Bamboo blend batting is in my opinion, the softest and best draping quilt batting option. It does have about 1-3% shrinkage when washed and is great for hand or machine quilting. One downside to bamboo quilt batting is that it is a bit more expensive than the other quilt batting options. Also, it is not recommended for tied quilts. If you can, I definitely recommend that you try out Quilters Dream Orient!
When I first started quilting, I was told 80/20 batting was the best to use, and I think I agree! It is 80% Cotton and 20% Polyester. This is definitely the one I would recommend for beginners, and you can even chose to get the fusible kind which will help with quilting later on!
Some benefits of an 80/20 blend batting are that it has a nice drape and you can quilt up to 8″ apart if you prefer less dense quilting. It shrinks about 1-3%; it’s breathable, wicks moisture, and resists bearding.
So, Which Quilt Batting is the BEST?
If you’ve never tried any of these types of quilt batting, I definitely recommend that you try them for yourself! You might just be surprised by how different the various types of batting are!
BEST ON THE BUDGET
If you’re looking for the best budget-friendly batting, I’d recommend polyester or poly-blend battings. They come in a variety of lofts and sizes, and are sold at many common retailers.
BEST SOFTNESS & DRAPE (my personal favorite)
My personal favorite quilt batting is Quilter’s Dream Orient. It’s a bamboo blend quilt batting and truly wonderful to work with! I love how cozy and soft quilts are when I use this batting, and I love that they can be put in the dryer.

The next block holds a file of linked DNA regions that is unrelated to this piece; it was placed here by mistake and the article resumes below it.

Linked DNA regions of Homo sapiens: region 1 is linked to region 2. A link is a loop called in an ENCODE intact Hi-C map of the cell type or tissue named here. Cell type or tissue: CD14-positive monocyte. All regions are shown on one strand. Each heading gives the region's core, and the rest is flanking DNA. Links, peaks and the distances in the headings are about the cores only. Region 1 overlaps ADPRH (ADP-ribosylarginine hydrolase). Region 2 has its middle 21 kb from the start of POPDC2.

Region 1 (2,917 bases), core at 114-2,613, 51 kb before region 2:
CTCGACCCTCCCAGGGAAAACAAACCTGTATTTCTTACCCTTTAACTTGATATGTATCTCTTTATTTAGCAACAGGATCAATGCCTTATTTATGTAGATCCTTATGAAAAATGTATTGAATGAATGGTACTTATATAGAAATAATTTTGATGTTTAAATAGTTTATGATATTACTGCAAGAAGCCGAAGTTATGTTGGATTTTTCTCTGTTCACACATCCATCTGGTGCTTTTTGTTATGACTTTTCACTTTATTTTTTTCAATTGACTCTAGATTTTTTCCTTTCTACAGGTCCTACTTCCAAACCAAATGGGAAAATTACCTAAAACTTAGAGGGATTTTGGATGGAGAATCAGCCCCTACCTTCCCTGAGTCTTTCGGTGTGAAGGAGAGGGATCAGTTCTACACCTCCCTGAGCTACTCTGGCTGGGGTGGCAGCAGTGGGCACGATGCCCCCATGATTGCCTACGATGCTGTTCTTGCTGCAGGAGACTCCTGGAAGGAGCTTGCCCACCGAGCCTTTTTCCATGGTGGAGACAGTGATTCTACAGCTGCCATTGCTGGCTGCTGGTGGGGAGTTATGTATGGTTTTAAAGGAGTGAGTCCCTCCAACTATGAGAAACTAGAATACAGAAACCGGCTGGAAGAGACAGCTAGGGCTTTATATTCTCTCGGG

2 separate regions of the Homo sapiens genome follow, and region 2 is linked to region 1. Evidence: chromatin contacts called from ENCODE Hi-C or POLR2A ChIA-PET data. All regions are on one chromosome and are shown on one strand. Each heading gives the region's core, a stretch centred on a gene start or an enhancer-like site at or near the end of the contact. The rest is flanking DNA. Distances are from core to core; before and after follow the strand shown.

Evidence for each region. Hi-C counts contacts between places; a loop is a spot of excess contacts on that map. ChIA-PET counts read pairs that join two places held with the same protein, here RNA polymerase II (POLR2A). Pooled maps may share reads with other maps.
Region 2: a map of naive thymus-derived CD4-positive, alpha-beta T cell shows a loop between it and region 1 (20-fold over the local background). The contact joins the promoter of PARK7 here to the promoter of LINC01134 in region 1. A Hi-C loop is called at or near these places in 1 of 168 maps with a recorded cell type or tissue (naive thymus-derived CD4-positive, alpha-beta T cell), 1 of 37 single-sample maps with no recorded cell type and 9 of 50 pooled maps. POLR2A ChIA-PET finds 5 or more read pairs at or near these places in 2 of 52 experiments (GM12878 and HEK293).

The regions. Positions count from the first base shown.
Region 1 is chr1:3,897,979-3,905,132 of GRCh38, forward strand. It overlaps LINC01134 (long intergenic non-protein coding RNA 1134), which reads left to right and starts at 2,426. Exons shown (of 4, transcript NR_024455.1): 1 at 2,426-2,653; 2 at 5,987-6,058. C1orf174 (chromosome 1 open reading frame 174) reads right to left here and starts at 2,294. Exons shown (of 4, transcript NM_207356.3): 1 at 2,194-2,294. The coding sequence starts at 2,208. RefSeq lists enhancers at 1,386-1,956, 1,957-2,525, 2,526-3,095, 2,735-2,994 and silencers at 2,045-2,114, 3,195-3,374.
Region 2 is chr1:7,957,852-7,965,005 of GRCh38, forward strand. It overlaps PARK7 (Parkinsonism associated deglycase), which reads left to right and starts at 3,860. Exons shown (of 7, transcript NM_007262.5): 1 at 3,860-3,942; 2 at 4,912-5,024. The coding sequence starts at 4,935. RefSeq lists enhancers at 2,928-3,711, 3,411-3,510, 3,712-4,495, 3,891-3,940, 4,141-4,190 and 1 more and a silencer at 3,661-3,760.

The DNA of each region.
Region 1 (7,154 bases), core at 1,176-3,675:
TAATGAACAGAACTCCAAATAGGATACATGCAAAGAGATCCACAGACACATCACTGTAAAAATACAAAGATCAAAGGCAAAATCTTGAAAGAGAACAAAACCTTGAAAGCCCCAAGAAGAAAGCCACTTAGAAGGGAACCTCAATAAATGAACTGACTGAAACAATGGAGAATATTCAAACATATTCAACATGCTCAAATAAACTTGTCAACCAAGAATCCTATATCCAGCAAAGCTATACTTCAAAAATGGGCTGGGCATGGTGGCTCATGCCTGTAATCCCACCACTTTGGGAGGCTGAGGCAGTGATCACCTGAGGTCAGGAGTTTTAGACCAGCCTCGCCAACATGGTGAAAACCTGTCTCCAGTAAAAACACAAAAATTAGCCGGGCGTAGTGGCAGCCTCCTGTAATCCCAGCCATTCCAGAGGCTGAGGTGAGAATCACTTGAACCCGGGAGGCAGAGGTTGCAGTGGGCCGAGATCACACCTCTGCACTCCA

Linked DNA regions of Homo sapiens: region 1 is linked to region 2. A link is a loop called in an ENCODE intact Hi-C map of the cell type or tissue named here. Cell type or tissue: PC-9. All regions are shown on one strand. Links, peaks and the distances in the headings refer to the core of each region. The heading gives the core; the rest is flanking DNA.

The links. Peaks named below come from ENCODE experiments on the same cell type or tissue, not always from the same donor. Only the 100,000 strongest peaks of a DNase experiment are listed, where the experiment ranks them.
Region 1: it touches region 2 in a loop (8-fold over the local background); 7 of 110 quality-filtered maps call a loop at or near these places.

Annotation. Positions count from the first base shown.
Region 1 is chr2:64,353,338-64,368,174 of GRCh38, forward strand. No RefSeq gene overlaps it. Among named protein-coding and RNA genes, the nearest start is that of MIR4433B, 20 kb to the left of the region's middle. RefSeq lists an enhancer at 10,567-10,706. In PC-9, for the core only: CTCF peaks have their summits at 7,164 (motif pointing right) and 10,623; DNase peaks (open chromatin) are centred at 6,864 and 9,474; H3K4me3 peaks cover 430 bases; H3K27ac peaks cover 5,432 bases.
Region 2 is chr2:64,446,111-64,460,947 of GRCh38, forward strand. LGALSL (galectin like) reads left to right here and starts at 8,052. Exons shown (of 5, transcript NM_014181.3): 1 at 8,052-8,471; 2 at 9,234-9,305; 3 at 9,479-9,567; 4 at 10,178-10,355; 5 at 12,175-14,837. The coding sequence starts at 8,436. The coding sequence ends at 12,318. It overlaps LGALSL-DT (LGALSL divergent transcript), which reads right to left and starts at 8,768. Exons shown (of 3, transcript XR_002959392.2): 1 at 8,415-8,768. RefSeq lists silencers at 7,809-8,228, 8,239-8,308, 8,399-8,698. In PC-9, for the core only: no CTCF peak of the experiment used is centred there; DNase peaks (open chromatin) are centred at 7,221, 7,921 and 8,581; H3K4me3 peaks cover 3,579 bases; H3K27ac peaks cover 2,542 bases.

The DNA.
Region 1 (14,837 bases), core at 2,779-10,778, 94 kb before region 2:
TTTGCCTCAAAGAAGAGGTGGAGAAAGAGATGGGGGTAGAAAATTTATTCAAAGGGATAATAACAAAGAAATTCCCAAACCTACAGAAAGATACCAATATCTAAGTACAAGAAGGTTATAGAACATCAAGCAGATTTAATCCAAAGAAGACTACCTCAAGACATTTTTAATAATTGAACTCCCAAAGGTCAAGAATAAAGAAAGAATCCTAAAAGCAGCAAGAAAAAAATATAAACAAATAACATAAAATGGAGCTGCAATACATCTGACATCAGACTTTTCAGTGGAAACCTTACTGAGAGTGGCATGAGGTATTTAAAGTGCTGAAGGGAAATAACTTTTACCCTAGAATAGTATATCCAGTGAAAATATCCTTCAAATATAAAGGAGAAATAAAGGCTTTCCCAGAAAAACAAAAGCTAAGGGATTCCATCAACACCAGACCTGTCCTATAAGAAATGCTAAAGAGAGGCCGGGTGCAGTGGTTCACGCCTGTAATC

BEST FOR HAND QUILTING
Many hand quilters love using Wool Quilt Batting on their projects because of how soft it is and how easily the needle glides through the layers.
BEST OVERALL WINNER
If I had to pick a “best” batting overall, I’d say it’s the 80/20 blend batting. It’s a great option with nice drape that it’s too tough on the wallet! I also love that you don’t have to quilt it too densely if you don’t want to, so it opens up options for how you may want to finish your quilt. If you’re new to quilting I definitely suggest you try out some 80/20 blend quilt batting.
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I hope this article has helped you learn a bit more about quilt batting, and have the confidence to pick out which batting is best for your next project! If you want to learn more about quilting or get inspired for your next quilt, check out these other articles:
- How to Make a Quilt from Start to Finish
- Everything You Need to Know about AccuQuilt
- How to Hand Quilt (with video tutorial!)
- Free “Explore” Quilt Pattern
- Binding a Quilt (3-part blog series)